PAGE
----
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Charles v. State

Court of Appeals of Alaska

December 28, 2018


          Appeal from the Superior Court, First Judicial District, Juneau, Philip M. Pallenberg, Judge. Trial Court No. 1KE-93-730 CR

          Timothy Ayer (opening and reply brief) and Callie Patton Kim (supplemental brief and oral argument), Assistant Public Defenders, and Quinlan Steiner, Public Defender, Anchorage, for the Appellant.

          Terisia K. Chleborad, Assistant Attorney General, Office of Criminal Appeals, Anchorage, and Craig W. Richards and Jahna Lindemuth, Attorneys General, Juneau, for the Appellee.

          Before: Mannheimer, Chief Judge, Allard, Judge, and Suddock, Superior Court Judge. [*]


          ALLARD JUDGE

         James Allen Charles Jr. is a convicted sex offender. In November 2014, the superior court revoked Charles's probation based on Charles's failure to attend a polygraph appointment with his probation officer. The court imposed 9 months to serve for this violation. This was the State's second petition to revoke Charles's probation.[1]The first petition to revoke Charles's probation (based on excessive use of alcohol) had been resolved less than a month before the second petition was filed.

         On appeal, Charles argues that the superior court erred when it revoked his probation based on a single missed appointment. According to Charles, a defendant's probation can only be revoked for a "willful" violation of the terms of his probation. Charles contends that he did not knowingly or purposely miss his appointment and that the court therefore had no authority to revoke his probation.

         For the reasons explained here, we conclude that the existence of "good cause" to revoke a defendant's probation as required by AS 12.55.110(a) does not necessarily depend on the willfulness of the violation. Instead, it depends on the nature of the probation condition, the applicable mental state for the violation, and the significance of the violation with regard to the defendant's amenability to continued probation supervision.[2] In the current case, the superior court found that (1) Charles had notice of the polygraph appointment and his obligation to attend the appointment; (2) Charles failed to attend the polygraph appointment for reasons that were within his control; (3) the missed polygraph appointment and Charles's failure to keep track of this appointment were part of a larger pattern of Charles's noncompliance with and resistance to the rehabilitative aspects of probation; and (4) Charles's failure to commit to his responsibilities as a sex offender on probation and his failure to actively engage in the rehabilitative process made him dangerous to the community. These findings are well supported by the record and sufficient to constitute "good cause" to revoke Charles's probation in this case. Accordingly, we find no error in the court's decision to revoke Charles's probation.

         Background facts and prior proceedings

         In 1983, Charles was convicted of first-degree burglary and second-degree sexual assault, and sentenced to 6 years to serve. Charles's probation in that case was later revoked for selling cocaine to an undercover police agent, and he ultimately served the remainder of his sentence in prison.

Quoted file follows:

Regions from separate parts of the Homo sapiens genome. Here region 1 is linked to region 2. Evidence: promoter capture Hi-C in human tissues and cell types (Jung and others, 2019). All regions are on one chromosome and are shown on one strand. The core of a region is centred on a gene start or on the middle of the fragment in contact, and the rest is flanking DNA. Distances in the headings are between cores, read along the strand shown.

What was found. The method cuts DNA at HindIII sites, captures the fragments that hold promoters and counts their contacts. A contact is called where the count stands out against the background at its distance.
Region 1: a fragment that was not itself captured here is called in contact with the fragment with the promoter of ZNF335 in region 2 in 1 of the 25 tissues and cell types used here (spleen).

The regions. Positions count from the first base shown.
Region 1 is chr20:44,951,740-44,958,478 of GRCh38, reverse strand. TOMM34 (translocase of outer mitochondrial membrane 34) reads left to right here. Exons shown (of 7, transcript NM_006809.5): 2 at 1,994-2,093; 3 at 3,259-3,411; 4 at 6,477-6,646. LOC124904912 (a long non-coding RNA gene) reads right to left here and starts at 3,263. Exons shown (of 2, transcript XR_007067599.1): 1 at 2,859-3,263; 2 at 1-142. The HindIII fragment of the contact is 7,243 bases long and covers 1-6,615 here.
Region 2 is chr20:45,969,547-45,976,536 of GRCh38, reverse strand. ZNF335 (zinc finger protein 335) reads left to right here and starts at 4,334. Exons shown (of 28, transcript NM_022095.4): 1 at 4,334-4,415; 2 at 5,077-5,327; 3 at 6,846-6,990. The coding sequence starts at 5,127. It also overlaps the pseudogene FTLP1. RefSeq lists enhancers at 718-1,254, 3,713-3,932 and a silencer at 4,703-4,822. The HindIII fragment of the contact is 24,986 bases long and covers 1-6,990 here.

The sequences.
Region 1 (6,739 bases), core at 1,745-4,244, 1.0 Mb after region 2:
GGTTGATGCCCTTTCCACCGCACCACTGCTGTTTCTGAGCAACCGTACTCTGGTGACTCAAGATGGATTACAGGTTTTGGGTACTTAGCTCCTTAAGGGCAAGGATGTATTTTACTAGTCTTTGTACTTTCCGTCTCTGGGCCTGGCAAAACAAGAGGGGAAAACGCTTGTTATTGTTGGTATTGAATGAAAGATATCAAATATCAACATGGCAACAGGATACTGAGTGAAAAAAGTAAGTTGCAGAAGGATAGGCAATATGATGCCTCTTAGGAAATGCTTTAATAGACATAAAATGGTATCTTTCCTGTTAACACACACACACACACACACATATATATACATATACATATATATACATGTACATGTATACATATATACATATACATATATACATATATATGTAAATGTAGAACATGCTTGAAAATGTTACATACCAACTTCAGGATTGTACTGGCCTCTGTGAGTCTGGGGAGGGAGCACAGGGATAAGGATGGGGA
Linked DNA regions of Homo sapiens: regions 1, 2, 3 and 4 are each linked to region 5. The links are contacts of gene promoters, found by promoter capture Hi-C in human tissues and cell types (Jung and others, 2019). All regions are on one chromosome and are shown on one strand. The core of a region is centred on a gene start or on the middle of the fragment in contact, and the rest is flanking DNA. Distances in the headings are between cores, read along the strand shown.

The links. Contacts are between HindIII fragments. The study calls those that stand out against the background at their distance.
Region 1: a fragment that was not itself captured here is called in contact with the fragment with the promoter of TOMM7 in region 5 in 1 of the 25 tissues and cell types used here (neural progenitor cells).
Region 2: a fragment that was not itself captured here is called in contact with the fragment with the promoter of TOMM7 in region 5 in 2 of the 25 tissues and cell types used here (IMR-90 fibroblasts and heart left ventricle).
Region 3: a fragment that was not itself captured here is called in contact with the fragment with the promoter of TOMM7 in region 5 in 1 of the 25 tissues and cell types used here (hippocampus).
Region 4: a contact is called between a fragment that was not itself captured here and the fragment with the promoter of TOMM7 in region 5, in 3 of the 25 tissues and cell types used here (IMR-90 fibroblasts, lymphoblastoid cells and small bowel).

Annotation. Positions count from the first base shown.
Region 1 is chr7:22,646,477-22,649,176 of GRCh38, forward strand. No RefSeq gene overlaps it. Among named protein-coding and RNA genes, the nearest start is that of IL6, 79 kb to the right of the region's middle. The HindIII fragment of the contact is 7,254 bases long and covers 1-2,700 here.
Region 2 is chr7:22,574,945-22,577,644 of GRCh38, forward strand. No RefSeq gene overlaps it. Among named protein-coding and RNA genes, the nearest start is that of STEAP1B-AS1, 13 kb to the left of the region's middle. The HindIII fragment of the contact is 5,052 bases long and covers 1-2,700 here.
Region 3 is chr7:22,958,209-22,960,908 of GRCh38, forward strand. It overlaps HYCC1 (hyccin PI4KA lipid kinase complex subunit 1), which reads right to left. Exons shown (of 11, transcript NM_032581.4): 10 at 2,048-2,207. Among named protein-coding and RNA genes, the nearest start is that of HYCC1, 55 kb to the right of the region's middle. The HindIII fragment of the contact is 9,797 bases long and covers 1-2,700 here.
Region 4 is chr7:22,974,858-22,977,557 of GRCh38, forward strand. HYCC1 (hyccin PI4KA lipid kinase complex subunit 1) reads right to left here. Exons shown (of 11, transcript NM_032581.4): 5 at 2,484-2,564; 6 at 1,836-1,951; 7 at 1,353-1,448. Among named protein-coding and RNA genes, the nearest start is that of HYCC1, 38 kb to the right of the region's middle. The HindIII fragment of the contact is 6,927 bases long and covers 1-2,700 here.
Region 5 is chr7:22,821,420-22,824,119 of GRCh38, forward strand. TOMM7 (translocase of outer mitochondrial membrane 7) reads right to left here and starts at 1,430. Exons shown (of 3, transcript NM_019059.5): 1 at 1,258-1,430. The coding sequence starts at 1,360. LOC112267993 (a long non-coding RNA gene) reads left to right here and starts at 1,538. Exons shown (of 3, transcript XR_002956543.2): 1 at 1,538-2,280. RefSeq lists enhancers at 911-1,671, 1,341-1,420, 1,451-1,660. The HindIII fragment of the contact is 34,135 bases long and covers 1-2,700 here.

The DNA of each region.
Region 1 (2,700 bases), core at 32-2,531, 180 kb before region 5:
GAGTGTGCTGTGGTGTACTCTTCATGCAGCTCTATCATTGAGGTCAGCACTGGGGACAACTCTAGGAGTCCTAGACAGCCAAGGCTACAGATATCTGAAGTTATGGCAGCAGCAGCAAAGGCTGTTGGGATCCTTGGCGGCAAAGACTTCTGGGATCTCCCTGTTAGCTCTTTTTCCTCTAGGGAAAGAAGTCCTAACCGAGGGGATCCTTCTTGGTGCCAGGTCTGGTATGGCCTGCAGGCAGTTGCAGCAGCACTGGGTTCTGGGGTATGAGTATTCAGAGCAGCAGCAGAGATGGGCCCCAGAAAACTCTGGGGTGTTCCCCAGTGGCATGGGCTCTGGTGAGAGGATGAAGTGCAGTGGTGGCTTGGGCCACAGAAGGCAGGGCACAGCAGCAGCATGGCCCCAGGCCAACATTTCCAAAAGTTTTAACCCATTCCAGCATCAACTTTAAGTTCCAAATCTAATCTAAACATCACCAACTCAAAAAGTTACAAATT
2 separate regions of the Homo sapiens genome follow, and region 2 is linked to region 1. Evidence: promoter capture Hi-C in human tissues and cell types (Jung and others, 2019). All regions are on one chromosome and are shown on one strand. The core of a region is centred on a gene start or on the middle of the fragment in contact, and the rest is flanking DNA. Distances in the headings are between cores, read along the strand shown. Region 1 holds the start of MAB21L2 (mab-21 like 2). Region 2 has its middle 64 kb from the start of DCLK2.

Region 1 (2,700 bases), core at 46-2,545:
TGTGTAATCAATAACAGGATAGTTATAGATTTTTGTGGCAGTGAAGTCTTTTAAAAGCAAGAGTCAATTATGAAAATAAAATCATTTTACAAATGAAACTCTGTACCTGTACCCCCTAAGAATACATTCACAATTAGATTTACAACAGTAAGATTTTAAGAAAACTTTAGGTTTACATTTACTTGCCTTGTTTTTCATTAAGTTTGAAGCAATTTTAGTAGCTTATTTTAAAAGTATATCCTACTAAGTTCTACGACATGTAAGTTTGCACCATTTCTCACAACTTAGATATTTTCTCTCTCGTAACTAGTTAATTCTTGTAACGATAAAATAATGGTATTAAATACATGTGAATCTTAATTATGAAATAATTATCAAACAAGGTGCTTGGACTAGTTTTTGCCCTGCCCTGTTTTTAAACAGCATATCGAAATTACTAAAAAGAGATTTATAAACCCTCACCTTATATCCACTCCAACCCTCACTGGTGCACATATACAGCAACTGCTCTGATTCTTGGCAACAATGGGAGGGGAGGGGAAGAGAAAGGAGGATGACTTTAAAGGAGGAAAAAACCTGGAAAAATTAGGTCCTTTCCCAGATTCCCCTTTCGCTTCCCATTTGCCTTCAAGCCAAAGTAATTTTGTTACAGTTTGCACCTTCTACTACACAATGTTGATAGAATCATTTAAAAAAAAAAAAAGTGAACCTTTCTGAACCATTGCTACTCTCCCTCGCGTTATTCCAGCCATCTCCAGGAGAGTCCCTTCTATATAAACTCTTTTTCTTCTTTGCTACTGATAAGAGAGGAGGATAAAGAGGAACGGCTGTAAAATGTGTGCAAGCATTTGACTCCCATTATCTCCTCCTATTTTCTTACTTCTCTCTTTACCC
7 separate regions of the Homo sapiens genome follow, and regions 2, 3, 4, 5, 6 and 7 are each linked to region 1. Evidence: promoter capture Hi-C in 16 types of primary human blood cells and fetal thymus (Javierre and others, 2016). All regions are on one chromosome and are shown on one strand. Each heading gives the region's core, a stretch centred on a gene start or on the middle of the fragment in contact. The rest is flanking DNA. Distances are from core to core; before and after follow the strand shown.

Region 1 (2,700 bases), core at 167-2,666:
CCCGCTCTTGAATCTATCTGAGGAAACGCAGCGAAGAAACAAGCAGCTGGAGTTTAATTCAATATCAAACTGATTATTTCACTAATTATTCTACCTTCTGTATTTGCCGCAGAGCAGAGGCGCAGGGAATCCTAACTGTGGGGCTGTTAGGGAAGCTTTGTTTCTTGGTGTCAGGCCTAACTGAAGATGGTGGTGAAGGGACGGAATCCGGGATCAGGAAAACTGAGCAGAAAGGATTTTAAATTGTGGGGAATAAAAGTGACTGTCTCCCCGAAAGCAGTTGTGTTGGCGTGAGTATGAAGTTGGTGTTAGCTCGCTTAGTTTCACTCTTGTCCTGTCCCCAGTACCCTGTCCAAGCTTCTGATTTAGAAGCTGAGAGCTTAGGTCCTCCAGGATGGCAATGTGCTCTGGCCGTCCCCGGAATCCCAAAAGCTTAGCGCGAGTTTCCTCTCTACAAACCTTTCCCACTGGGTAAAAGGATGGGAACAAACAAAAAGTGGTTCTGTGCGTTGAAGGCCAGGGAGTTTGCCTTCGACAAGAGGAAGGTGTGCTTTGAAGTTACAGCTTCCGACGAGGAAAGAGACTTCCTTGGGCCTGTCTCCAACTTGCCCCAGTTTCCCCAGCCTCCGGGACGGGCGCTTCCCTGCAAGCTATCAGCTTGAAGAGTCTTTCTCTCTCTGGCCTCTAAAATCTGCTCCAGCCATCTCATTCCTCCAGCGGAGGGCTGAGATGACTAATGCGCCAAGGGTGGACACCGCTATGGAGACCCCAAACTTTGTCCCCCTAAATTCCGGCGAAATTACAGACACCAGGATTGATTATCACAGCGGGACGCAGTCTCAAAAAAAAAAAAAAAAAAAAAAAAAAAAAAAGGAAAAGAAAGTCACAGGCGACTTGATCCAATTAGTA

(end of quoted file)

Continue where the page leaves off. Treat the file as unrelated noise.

In 1994, Charles was convicted of first-degree sexual assault, second-degree sexual assault, and second-degree sexual abuse of a minor for sexually assaulting a fourteen-year-old.[3] As a second felony offender, Charles received a composite sentence of 25 years with 5 years suspended (20 years to serve) for these new crimes.

         Prior to his release on mandatory parole, Charles's parole was anticipatorily revoked for failure to participate in and complete court-ordered sex offender treatment while in prison. Following his release, Charles's parole was revoked more than once based on his failure to comply with the terms of his mandatory parole. Charles finally completed his mandatory parole in March 2014, but his supervision on probation continued.

         Charles continued to struggle with the obligations of his probation. Charles was frequently late to his appointments with his probation officer, and he would often arrive with incomplete forms or accounts of his daily activities that were not sufficiently detailed. Charles also tested positive for drug use.

         In August 2014, the State filed its first petition to revoke Charles's probation, alleging excessive use of alcohol based on a police contact in which Charles was suspected of driving under the influence. As a result of this petition to revoke, Charles's probation conditions were modified to prohibit any use of alcohol.

         A little more than a month later, on September 26, 2014, the State filed a second petition to revoke Charles's probation after Charles missed a scheduled polygraph examination. In this petition, the probation officer alleged that Charles posed a "high risk" for assaulting or abusing new victims.

         At the adjudication hearing that followed, Charles acknowledged that he had received notice of the polygraph examination from his probation officer, who had notified him by phone and who had also written down the date and time of the appointment on a business card and given it to Charles.

         According to Charles, he put the polygraph appointment card into his wallet along with an appointment card for his sex offender treatment, which was ...

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